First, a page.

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Lucy Woodward
October 7, 2016
Show #62

Born in London, Lucy spent her childhood in New York and The Netherlands. She is the daughter of two classical musicians – her father a conductor and composer, her mother an opera singer, musicologist, teacher and belly-dancer. She learned to play the flute (her first love), took piano lessons after her grandmother every Monday night and studied ballet. When she was 12, she sang in a karaoke booth at the mall and her life was forever changed. She (proudly) went to public high school in The Bronx and was always singing in choirs, girl groups and musicals. “Growing up in NYC you have subway cars to sing in and street corners to sing on so there was always a place to find yourself.”

At age 16, she was accepted into Manhattan School of Music where she studied vocal jazz but she dropped out after a year because she “loved bebop but didn’t sing it”. So she hit the streets and started singing in NYC’s West Village for tips, cover bands, TV commercials and writing songs before signing with Atlantic Records (2003) —a time period that saw her score a Top 40 hit with “Dumb Girls” and another Top 5 hit she wrote for Stacie Orrico called “(There’s Gotta Be) More to Life”, earning her 2 BMI Awards. With her debut record in tow, she toured the US, Japan and New Zealand and appeared on The Tonight Show with Jay Leno.

But Woodward had no desire to be a pop starlet: her follow-up, the jazzier, punchier indie record Lucy Woodward is…Hot and Bothered was released in 2008 which “shed new light” on music-making again. Billboard described how “Lucy’s a ball, equally appreciable for fans of melodic sing-along baubles and highbrow aficionados of finely honed musical composition. A sonic turnstile that flips through dreamy pop, jazz and bluesy bebop”.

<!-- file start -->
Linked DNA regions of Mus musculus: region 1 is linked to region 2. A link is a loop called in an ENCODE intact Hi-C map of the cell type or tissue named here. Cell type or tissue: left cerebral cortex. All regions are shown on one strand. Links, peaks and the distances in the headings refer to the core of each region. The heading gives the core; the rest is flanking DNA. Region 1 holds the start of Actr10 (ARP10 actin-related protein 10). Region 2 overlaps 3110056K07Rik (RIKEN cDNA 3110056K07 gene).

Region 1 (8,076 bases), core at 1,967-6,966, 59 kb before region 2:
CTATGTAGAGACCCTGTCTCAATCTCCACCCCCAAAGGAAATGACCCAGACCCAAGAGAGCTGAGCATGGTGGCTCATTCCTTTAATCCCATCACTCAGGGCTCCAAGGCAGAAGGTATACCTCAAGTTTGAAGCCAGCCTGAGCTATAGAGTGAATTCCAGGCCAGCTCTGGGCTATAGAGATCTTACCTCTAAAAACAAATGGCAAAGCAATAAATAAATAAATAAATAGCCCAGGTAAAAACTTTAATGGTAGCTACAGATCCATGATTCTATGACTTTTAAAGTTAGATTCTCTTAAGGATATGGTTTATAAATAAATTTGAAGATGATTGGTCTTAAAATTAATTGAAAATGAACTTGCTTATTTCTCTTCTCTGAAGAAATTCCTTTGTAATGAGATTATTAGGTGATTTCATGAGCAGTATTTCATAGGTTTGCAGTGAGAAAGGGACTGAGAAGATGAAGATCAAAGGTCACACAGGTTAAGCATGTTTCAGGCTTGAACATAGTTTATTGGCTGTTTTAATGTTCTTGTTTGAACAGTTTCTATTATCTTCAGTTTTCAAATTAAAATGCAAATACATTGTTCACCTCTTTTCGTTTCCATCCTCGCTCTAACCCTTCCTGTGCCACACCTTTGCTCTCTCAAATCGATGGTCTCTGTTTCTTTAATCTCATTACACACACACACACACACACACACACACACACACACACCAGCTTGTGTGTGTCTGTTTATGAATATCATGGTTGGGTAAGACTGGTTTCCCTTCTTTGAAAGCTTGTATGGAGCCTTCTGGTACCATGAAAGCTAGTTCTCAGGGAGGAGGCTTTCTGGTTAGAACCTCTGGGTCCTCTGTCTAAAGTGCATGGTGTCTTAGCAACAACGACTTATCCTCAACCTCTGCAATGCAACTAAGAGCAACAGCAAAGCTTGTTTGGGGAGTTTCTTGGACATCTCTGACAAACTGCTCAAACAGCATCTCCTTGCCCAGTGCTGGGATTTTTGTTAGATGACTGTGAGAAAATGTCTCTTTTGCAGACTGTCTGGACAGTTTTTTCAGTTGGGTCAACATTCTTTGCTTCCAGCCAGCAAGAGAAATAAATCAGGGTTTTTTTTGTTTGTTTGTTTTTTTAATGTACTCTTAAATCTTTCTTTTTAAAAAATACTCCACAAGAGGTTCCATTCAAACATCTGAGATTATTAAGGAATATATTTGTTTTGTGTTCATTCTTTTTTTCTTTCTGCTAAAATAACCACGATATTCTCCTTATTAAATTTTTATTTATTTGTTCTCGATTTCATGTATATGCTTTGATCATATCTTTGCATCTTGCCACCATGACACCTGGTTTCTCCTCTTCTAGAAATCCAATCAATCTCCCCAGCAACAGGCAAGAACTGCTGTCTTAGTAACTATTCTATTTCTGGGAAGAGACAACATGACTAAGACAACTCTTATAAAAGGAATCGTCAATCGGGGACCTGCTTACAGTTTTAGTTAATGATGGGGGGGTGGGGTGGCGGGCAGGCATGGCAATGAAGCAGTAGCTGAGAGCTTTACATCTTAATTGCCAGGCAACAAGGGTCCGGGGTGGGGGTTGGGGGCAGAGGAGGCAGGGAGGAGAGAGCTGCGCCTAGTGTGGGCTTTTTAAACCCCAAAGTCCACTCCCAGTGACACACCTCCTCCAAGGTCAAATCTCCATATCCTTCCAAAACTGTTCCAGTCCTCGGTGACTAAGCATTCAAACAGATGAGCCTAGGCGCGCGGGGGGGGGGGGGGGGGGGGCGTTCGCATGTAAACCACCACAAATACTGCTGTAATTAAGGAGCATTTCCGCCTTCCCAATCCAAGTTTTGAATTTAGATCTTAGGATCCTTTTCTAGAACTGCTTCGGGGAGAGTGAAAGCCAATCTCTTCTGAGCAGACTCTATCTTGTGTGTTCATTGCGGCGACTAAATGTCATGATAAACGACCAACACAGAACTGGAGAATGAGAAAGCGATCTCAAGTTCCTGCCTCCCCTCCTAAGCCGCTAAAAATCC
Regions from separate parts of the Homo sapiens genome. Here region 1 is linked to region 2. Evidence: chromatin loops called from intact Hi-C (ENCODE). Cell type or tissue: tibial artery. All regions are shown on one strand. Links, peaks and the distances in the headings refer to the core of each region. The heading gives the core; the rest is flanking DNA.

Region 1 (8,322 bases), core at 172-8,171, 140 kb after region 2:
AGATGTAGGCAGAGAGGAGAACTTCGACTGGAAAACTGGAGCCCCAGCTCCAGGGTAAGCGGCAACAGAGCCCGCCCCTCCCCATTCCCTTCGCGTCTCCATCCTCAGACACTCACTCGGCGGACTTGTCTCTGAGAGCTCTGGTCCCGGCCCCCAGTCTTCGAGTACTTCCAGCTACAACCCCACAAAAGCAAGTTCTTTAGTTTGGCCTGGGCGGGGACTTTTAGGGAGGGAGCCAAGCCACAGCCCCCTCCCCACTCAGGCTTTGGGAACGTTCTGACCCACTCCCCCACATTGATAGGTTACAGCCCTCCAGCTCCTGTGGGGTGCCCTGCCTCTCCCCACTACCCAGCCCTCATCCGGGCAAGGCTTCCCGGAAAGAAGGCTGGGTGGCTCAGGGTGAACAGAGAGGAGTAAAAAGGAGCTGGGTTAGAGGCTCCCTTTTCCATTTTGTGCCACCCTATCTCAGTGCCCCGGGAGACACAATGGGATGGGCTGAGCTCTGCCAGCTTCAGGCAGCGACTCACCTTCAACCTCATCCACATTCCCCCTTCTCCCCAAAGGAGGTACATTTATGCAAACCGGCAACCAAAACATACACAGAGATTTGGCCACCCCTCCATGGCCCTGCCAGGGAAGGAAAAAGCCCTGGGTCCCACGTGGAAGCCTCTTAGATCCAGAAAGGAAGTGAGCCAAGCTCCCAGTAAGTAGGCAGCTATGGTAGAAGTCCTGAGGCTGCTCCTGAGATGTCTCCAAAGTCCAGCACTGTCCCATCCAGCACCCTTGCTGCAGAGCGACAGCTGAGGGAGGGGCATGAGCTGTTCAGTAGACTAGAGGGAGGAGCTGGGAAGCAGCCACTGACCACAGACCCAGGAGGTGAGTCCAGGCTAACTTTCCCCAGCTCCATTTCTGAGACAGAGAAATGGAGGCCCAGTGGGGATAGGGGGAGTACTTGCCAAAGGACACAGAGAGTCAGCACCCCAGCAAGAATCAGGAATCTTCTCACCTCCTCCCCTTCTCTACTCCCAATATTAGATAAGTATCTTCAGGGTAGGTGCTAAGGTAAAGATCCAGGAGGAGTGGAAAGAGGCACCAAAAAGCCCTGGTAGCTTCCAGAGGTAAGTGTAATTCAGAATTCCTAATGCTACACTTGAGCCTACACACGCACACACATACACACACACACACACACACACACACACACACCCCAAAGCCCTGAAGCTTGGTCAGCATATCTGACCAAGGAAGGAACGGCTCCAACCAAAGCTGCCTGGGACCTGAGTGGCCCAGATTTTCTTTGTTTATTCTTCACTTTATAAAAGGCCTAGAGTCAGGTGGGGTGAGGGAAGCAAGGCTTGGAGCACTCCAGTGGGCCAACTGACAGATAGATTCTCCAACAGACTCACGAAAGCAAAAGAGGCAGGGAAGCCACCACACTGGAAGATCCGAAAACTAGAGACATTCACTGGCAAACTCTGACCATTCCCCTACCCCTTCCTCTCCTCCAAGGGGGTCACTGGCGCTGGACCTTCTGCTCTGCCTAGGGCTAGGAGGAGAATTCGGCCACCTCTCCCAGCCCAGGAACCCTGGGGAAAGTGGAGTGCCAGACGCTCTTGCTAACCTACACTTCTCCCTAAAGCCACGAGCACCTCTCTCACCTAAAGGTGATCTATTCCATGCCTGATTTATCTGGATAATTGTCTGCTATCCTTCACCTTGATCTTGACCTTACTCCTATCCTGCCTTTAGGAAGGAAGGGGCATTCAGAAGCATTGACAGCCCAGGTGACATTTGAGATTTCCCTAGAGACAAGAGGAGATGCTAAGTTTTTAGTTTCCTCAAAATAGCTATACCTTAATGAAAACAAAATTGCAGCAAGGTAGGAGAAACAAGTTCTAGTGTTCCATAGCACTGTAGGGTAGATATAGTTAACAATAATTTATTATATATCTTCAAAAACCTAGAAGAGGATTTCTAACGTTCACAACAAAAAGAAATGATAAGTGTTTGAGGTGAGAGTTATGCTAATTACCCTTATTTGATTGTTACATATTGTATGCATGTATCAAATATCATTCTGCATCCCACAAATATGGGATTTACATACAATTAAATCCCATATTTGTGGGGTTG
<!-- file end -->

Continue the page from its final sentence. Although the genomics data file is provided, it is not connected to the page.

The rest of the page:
The release was followed by Hooked!, an album of Brill Building meets Big Band songs, released on Verve (2010) — which was largely produced by Tony Visconti (David Bowie). The album effortlessly moves across multiple genres, including gypsy-swing and rhythm & blues. Along with her self-penned compositions, the album showcases Lucy’s stunning covers of Peggy Lee’s Cuban-inspired “Sans Souci” and an Ink Spots-inspired a cappella Hoagy Carmichael classic, “Stardust.”

In 2012, Lucy was asked to tour as a band member filling in for the lead singer of Pink Martini learning songs in Turkish, French, Croatian, Japanese and Spanish with 6 days notice due to the lead singer China Forbes’ emergency vocal surgery. Her short time with the band included dates at Montreal Jazz Fest, Ravinia and working with the San Francisco Symphony for several performances. That same year, Lucy has also toured overseas sponsored by Armed Forces Entertainment, performing for American military units stationed in Spain, Italy and Turkey.

Lucy began to work with Snarky Puppy bandleader Michael League, who played bass in her NYC band at the time. She started opening for Snarky Puppy (with them as her backing band) and was featured on Snarky Puppy’s Family Dinner, Vol. 1 album singing the hauntingly bluesy “Too Hot To Last”. The album earned them their first Grammy and the song now has over 1.5 million views. League and longtime friend keyboardist/arranger Henry Hey (Forq, David Bowie) co-produced her fourth solo album Til They Bang on The Door which features the Snarky Puppy horns and organist Cory Henry (GroundUP 2016).

Lucy has performed with Big Bands all over Europe. She was a guested with Frankfurt Radio Big Band (arranged/conducted by Jim McNeely), WDR Big Band (arranged/conducted by Chris Walden), Danish Radio Big Band, Odense Jazz Orchestra, Orchestra Jazz Siciliana and Orchestre de la Suisse Romande.